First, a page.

Sacred Disorder | Cliff Bostock's blog – 'Finally, I came to regard as sacred the disorder of my mind' (Rimbaud)

If you compulsively shop on the Internet, you need help

James Hillman complained frequently that psychology has become “de-souled” through medicalization. This actually began almost as soon as Freud published his first work.

Freud knew that in order for his theories to be taken seriously, they had to be scientific in their presentation. But privately, he admitted his work had more in common with the humanities than science.

It looks like the American Psychological Association is, 100 years later, finally rebelling against the medicalization that has increased hugely during the last 10 years, supposedly because of advances in brain science — despite no conclusive evidence that, for example, a personality disorder originates in neurological defects.

The issue is gaining lots of attention now because the American Psychiatric Association has completed writing the fifth edition of the Diagnostic and Statistical Manual of Mental Disorders (DSM-V). The DSM is the Bible that mental health professionals use to diagnose their clients and plan treatment.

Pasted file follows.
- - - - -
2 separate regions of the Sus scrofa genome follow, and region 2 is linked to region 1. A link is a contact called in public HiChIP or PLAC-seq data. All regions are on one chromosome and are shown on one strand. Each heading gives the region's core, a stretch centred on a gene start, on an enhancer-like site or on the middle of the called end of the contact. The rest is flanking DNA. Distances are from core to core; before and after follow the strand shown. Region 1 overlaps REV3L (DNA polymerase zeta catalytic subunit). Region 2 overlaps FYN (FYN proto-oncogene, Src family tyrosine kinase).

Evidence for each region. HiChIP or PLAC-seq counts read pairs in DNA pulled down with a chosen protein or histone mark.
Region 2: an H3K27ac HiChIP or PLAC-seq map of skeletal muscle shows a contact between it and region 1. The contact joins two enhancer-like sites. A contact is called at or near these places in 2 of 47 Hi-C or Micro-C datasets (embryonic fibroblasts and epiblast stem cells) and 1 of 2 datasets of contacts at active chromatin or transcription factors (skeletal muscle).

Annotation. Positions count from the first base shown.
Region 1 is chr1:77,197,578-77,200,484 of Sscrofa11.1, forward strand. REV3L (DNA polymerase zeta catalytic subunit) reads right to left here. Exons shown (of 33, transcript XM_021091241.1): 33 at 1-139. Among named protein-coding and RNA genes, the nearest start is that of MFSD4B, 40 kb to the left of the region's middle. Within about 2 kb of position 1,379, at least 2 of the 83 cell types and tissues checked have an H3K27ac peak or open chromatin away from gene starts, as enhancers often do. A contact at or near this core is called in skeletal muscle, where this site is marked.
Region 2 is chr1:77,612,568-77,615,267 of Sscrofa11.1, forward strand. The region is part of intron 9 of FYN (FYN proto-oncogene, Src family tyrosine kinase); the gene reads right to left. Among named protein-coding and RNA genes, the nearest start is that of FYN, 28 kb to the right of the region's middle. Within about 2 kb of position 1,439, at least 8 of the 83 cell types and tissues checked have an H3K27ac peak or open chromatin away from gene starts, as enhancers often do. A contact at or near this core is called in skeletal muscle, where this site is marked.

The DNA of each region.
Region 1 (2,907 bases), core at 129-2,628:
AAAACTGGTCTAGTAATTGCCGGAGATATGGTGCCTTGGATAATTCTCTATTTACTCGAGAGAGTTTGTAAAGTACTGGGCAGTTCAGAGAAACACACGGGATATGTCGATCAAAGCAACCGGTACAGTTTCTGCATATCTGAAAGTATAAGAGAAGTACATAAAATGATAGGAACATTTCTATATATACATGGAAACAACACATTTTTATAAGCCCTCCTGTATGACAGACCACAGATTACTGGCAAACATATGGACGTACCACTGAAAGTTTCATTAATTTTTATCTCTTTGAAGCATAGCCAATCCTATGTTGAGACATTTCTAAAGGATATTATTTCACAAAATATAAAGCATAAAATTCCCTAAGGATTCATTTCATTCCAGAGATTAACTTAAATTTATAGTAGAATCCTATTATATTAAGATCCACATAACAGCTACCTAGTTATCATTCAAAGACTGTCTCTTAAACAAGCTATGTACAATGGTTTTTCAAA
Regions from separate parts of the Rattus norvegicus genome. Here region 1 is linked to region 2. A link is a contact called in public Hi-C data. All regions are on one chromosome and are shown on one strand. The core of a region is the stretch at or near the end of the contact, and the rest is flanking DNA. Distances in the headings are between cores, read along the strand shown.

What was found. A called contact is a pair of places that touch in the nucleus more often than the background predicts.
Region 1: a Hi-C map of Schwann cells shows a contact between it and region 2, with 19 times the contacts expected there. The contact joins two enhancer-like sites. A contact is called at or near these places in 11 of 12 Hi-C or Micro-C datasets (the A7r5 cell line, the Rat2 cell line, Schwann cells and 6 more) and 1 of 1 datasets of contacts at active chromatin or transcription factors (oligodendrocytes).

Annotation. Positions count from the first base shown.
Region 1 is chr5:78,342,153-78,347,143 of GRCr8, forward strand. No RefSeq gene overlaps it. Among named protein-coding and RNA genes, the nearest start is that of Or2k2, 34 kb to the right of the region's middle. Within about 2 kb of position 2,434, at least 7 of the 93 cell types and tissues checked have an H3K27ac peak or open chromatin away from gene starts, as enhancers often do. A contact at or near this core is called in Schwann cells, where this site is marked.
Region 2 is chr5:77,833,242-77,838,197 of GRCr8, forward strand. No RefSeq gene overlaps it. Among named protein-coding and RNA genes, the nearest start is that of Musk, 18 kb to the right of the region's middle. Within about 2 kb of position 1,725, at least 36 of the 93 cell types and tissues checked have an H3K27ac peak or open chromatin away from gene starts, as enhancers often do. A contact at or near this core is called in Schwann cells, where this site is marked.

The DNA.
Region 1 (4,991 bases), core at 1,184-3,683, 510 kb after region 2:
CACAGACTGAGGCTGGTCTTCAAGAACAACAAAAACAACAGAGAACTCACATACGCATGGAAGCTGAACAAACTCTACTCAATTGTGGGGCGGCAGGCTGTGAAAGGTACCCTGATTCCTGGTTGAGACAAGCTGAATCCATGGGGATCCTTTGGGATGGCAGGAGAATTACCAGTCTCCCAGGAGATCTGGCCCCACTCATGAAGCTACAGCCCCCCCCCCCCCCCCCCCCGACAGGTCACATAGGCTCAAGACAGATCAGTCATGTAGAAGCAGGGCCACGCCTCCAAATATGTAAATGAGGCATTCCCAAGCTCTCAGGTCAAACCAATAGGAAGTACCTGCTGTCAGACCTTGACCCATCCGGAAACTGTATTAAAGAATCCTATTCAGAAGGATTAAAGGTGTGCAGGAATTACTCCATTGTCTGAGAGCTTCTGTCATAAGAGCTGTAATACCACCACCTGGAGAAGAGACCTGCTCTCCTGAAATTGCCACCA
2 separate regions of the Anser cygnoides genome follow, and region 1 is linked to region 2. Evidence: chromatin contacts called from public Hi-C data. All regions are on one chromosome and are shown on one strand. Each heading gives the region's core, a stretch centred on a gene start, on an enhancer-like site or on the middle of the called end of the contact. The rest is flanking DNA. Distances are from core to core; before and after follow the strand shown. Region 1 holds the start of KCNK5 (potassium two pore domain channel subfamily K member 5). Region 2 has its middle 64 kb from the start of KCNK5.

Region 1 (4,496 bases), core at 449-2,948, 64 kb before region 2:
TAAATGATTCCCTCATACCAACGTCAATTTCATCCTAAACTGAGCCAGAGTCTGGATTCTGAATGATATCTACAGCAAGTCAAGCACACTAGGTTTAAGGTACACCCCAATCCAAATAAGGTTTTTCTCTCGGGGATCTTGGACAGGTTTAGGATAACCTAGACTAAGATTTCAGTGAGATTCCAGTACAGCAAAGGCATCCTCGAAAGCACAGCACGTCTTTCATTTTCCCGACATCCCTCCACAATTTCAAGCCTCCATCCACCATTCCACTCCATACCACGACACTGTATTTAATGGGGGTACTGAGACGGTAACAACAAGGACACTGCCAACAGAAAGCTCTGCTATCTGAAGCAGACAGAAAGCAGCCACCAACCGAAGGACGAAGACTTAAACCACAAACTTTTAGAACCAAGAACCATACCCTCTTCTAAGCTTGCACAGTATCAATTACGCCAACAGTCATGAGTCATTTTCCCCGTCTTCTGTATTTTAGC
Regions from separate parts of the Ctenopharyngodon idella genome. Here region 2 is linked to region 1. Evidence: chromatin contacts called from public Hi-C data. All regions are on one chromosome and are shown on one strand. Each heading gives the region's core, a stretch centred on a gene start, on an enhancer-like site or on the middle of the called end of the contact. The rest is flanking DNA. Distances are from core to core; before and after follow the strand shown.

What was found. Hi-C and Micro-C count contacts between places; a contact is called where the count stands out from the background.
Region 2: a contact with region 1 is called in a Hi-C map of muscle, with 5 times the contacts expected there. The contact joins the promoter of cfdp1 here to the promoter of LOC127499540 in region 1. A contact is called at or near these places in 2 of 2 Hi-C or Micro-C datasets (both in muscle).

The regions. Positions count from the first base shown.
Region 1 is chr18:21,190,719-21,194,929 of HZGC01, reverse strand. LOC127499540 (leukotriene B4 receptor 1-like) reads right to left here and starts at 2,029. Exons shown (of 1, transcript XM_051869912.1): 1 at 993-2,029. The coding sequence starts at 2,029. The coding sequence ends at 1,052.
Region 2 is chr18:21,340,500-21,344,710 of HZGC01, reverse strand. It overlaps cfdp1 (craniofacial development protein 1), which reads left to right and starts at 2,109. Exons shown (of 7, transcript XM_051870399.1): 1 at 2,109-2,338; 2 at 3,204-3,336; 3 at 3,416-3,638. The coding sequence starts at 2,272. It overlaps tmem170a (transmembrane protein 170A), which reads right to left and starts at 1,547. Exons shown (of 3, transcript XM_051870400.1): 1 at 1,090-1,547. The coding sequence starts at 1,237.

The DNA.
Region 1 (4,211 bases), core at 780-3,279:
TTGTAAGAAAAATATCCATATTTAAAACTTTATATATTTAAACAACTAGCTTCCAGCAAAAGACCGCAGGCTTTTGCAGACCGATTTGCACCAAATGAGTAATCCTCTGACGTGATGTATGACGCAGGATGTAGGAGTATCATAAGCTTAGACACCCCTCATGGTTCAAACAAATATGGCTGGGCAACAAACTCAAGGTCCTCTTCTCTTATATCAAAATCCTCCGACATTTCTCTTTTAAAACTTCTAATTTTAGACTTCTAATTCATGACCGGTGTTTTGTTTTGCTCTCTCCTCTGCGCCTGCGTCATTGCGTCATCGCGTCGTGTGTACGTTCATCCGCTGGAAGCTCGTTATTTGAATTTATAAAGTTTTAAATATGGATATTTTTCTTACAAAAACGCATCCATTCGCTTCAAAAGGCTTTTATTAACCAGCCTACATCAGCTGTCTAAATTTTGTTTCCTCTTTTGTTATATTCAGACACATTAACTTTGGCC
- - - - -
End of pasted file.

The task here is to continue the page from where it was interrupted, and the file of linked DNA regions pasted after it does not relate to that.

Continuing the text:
The new edition lowers the criteria for diagnosis of many mental disorders and creates a handful of strange new ones (like compulsive shopping and Internet addiction, as I cited a few years ago). It pathologizes ordinary behavior like depression while grieving. It is so warped that the American Psychological Association has started a petition opposing its publication without further review.

Many other organizations, including the British Psychological Society, have supported the petition. Even the chairman of the committee that wrote the last version of the DSM writes in support of the petition.

The petition is prefaced by an open letter that details the many concerns the new volume has provoked.  Read it here.


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